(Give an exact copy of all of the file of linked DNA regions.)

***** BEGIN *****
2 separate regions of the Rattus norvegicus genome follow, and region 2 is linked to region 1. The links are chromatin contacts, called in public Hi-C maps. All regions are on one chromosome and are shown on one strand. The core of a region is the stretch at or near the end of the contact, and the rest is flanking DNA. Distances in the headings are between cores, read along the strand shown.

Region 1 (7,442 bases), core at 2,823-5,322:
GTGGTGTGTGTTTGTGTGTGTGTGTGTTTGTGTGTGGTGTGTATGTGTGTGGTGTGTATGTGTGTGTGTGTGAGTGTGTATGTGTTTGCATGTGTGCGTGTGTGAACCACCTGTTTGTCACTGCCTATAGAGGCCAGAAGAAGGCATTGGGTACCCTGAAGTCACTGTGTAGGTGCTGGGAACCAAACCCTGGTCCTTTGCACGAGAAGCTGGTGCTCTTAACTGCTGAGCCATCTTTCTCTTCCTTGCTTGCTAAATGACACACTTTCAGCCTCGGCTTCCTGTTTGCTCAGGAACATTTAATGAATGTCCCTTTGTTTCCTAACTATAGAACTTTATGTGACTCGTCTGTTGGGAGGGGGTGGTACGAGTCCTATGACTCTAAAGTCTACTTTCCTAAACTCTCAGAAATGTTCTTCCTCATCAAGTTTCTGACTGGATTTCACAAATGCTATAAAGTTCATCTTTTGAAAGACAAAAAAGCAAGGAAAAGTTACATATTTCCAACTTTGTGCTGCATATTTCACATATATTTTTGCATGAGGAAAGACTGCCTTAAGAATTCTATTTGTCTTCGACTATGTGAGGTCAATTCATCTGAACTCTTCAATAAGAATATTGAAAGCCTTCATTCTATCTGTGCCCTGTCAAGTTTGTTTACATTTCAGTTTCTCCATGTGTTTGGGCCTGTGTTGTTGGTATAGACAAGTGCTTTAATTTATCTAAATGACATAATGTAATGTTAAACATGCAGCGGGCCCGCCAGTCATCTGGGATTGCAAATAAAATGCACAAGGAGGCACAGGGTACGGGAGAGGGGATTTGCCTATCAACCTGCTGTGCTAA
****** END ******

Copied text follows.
2 separate regions of the Rattus norvegicus genome follow, and region 2 is linked to region 1. The links are chromatin contacts, called in public Hi-C maps. All regions are on one chromosome and are shown on one strand. The core of a region is the stretch at or near the end of the contact, and the rest is flanking DNA. Distances in the headings are between cores, read along the strand shown.

Region 1 (7,442 bases), core at 2,823-5,322:
GTGGTGTGTGTTTGTGTGTGTGTGTGTTTGTGTGTGGTGTGTATGTGTGTGGTGTGTATGTGTGTGTGTGTGAGTGTGTATGTGTTTGCATGTGTGCGTGTGTGAACCACCTGTTTGTCACTGCCTATAGAGGCCAGAAGAAGGCATTGGGTACCCTGAAGTCACTGTGTAGGTGCTGGGAACCAAACCCTGGTCCTTTGCACGAGAAGCTGGTGCTCTTAACTGCTGAGCCATCTTTCTCTTCCTTGCTTGCTAAATGACACACTTTCAGCCTCGGCTTCCTGTTTGCTCAGGAACATTTAATGAATGTCCCTTTGTTTCCTAACTATAGAACTTTATGTGACTCGTCTGTTGGGAGGGGGTGGTACGAGTCCTATGACTCTAAAGTCTACTTTCCTAAACTCTCAGAAATGTTCTTCCTCATCAAGTTTCTGACTGGATTTCACAAATGCTATAAAGTTCATCTTTTGAAAGACAAAAAAGCAAGGAAAAGTTACATATTTCCAACTTTGTGCTGCATATTTCACATATATTTTTGCATGAGGAAAGACTGCCTTAAGAATTCTATTTGTCTTCGACTATGTGAGGTCAATTCATCTGAACTCTTCAATAAGAATATTGAAAGCCTTCATTCTATCTGTGCCCTGTCAAGTTTGTTTACATTTCAGTTTCTCCATGTGTTTGGGCCTGTGTTGTTGGTATAGACAAGTGCTTTAATTTATCTAAATGACATAATGTAATGTTAAACATGCAGCGGGCCCGCCAGTCATCTGGGATTGCAAATAAAATGCACAAGGAGGCACAGGGTACGGGAGAGGGGATTTGCCTATCAACCTGCTGTGCTAA